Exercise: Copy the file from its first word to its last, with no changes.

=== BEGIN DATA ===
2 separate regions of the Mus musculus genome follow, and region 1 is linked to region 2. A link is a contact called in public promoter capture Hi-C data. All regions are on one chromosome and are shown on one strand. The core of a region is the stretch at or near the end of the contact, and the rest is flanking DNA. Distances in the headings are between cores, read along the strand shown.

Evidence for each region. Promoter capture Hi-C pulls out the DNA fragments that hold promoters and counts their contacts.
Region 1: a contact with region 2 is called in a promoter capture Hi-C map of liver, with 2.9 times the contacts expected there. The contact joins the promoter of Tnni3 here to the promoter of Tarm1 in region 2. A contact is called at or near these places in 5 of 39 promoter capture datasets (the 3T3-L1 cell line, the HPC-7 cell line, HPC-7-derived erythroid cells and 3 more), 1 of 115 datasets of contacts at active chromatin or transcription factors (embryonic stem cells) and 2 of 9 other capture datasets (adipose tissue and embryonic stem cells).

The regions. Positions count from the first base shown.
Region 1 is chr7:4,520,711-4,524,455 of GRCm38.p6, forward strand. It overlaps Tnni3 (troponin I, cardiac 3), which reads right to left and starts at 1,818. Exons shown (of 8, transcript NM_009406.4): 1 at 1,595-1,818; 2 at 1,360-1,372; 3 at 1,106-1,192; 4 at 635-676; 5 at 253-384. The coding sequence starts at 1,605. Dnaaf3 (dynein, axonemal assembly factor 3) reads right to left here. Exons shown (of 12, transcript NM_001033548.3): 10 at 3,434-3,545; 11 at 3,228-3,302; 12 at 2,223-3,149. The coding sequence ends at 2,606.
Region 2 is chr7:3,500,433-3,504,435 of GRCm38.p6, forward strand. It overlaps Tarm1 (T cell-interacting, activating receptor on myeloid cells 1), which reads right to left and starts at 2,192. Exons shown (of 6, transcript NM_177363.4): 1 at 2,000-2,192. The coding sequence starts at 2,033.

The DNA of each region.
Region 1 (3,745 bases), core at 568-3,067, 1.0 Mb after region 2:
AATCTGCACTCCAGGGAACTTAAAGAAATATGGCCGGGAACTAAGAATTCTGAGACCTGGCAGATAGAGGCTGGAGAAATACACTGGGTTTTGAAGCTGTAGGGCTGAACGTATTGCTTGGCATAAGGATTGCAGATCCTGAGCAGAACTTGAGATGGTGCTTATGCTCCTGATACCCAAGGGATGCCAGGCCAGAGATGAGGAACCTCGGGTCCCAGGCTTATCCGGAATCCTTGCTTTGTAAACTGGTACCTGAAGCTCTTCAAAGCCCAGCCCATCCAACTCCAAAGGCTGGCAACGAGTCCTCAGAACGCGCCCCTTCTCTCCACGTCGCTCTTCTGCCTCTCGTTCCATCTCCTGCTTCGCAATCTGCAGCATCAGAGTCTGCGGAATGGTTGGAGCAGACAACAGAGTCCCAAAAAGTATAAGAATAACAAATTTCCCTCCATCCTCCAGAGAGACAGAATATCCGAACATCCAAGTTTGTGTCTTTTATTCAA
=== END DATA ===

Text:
2 separate regions of the Mus musculus genome follow, and region 1 is linked to region 2. A link is a contact called in public promoter capture Hi-C data. All regions are on one chromosome and are shown on one strand. The core of a region is the stretch at or near the end of the contact, and the rest is flanking DNA. Distances in the headings are between cores, read along the strand shown.

Evidence for each region. Promoter capture Hi-C pulls out the DNA fragments that hold promoters and counts their contacts.
Region 1: a contact with region 2 is called in a promoter capture Hi-C map of liver, with 2.9 times the contacts expected there. The contact joins the promoter of Tnni3 here to the promoter of Tarm1 in region 2. A contact is called at or near these places in 5 of 39 promoter capture datasets (the 3T3-L1 cell line, the HPC-7 cell line, HPC-7-derived erythroid cells and 3 more), 1 of 115 datasets of contacts at active chromatin or transcription factors (embryonic stem cells) and 2 of 9 other capture datasets (adipose tissue and embryonic stem cells).

The regions. Positions count from the first base shown.
Region 1 is chr7:4,520,711-4,524,455 of GRCm38.p6, forward strand. It overlaps Tnni3 (troponin I, cardiac 3), which reads right to left and starts at 1,818. Exons shown (of 8, transcript NM_009406.4): 1 at 1,595-1,818; 2 at 1,360-1,372; 3 at 1,106-1,192; 4 at 635-676; 5 at 253-384. The coding sequence starts at 1,605. Dnaaf3 (dynein, axonemal assembly factor 3) reads right to left here. Exons shown (of 12, transcript NM_001033548.3): 10 at 3,434-3,545; 11 at 3,228-3,302; 12 at 2,223-3,149. The coding sequence ends at 2,606.
Region 2 is chr7:3,500,433-3,504,435 of GRCm38.p6, forward strand. It overlaps Tarm1 (T cell-interacting, activating receptor on myeloid cells 1), which reads right to left and starts at 2,192. Exons shown (of 6, transcript NM_177363.4): 1 at 2,000-2,192. The coding sequence starts at 2,033.

The DNA of each region.
Region 1 (3,745 bases), core at 568-3,067, 1.0 Mb after region 2:
AATCTGCACTCCAGGGAACTTAAAGAAATATGGCCGGGAACTAAGAATTCTGAGACCTGGCAGATAGAGGCTGGAGAAATACACTGGGTTTTGAAGCTGTAGGGCTGAACGTATTGCTTGGCATAAGGATTGCAGATCCTGAGCAGAACTTGAGATGGTGCTTATGCTCCTGATACCCAAGGGATGCCAGGCCAGAGATGAGGAACCTCGGGTCCCAGGCTTATCCGGAATCCTTGCTTTGTAAACTGGTACCTGAAGCTCTTCAAAGCCCAGCCCATCCAACTCCAAAGGCTGGCAACGAGTCCTCAGAACGCGCCCCTTCTCTCCACGTCGCTCTTCTGCCTCTCGTTCCATCTCCTGCTTCGCAATCTGCAGCATCAGAGTCTGCGGAATGGTTGGAGCAGACAACAGAGTCCCAAAAAGTATAAGAATAACAAATTTCCCTCCATCCTCCAGAGAGACAGAATATCCGAACATCCAAGTTTGTGTCTTTTATTCAA